Vocational education was once a staple of American schooling, preparing some kids for blue-collar futures while others were put on a path to college. Today the new mantra is "college for all." But not everyone wants to go to college, and more than half of jobs don't require a bachelor's degree. Many experts say it's time to bring back career and technical education. This American RadioWorks documentary explores how vocational education is being reimagined.

Recent Posts

  • 09.17.14

    A company short on skilled workers creates its own college-degree program

    At a Toyota plant in Kentucky, young people are learning how to fix robots, earning associate's degrees and graduating with jobs that pay up to $80,000 a year.
  • 09.11.14

    A 21st-century vocational high school

    For years, vocational education was seen as a lesser form of schooling, tracking some kids into programs that ended up limiting their future opportunities. Today, in the nation's best vocational programs, things are different.
  • 09.10.14

    Career academies: A new twist on vocational ed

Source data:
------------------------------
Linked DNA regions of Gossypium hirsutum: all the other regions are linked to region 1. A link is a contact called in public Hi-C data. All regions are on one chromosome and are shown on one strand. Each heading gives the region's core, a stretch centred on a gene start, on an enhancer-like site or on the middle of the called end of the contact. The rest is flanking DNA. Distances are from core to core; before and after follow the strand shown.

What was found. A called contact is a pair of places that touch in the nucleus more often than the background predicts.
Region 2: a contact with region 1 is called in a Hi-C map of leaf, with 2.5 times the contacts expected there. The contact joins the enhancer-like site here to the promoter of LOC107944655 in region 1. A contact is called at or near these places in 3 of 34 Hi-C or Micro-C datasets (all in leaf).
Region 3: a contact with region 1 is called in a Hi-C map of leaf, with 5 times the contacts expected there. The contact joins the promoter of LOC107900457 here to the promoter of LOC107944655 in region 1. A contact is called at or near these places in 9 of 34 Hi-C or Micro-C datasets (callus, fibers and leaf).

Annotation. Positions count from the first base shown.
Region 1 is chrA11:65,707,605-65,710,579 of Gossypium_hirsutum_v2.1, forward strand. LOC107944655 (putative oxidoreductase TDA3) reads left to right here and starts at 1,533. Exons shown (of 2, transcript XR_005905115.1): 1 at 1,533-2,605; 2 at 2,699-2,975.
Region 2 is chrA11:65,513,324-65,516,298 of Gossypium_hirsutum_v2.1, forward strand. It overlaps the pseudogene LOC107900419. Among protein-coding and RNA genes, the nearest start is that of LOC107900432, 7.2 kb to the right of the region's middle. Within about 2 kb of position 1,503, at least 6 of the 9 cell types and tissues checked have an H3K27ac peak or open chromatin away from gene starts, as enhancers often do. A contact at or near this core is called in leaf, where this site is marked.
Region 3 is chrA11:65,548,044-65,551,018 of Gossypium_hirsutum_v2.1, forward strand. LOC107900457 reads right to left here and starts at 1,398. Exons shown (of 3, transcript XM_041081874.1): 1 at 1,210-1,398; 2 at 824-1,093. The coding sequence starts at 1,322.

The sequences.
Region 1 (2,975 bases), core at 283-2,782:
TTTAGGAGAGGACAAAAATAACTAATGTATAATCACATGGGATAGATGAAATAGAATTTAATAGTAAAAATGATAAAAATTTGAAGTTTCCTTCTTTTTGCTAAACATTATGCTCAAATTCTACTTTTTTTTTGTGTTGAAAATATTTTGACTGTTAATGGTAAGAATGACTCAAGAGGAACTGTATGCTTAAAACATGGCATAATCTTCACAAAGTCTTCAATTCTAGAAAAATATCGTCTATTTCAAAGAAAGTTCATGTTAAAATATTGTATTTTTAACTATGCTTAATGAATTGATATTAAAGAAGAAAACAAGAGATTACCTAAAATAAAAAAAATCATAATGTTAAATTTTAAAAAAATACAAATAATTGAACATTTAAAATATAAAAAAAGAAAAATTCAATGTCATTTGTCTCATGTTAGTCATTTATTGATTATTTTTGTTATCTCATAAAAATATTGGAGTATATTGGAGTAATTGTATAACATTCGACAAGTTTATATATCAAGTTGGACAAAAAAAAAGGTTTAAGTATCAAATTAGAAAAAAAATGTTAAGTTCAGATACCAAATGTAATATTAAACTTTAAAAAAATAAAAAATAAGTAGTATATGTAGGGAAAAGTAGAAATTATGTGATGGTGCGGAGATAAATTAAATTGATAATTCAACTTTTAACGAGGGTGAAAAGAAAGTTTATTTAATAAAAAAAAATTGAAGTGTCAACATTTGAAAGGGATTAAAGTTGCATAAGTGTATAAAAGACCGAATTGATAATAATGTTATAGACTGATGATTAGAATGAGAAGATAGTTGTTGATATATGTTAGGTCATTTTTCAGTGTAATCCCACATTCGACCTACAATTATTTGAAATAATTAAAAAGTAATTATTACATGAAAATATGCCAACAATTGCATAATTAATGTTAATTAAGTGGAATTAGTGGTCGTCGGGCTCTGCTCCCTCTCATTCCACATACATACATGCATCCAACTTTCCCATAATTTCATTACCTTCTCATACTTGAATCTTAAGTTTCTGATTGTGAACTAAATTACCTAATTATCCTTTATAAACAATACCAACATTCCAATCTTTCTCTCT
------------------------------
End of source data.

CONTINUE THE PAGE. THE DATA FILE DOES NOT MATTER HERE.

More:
Across the country, thousands of high schools are transforming into career academies. The idea is that students will be more engaged if they see how academics are connected to the world of work. And they’ll be more likely to get the postsecondary schooling they need to support themselves in today’s economy.
  • 09.09.14

    The troubled history of vocational education

    Vocational education was once used to track low-income students off to work while wealthier kids went to college. But advocates for today's career and technical education say things have changed, and graduates of vocational programs may have the advantage over graduates of traditional high schools.

Back to all reports


CANNON, CHRISTOPHER B, Republican Party
Utah

Total number of trips - 6
Total cost of trips - $6,078.69

Average cost per trip - $1,013.12
Total number of days spent traveling - 13 days
Rank of representative - 485 (Out of 638)


Individual trips


Sponsor(s) - Western Watch Foundation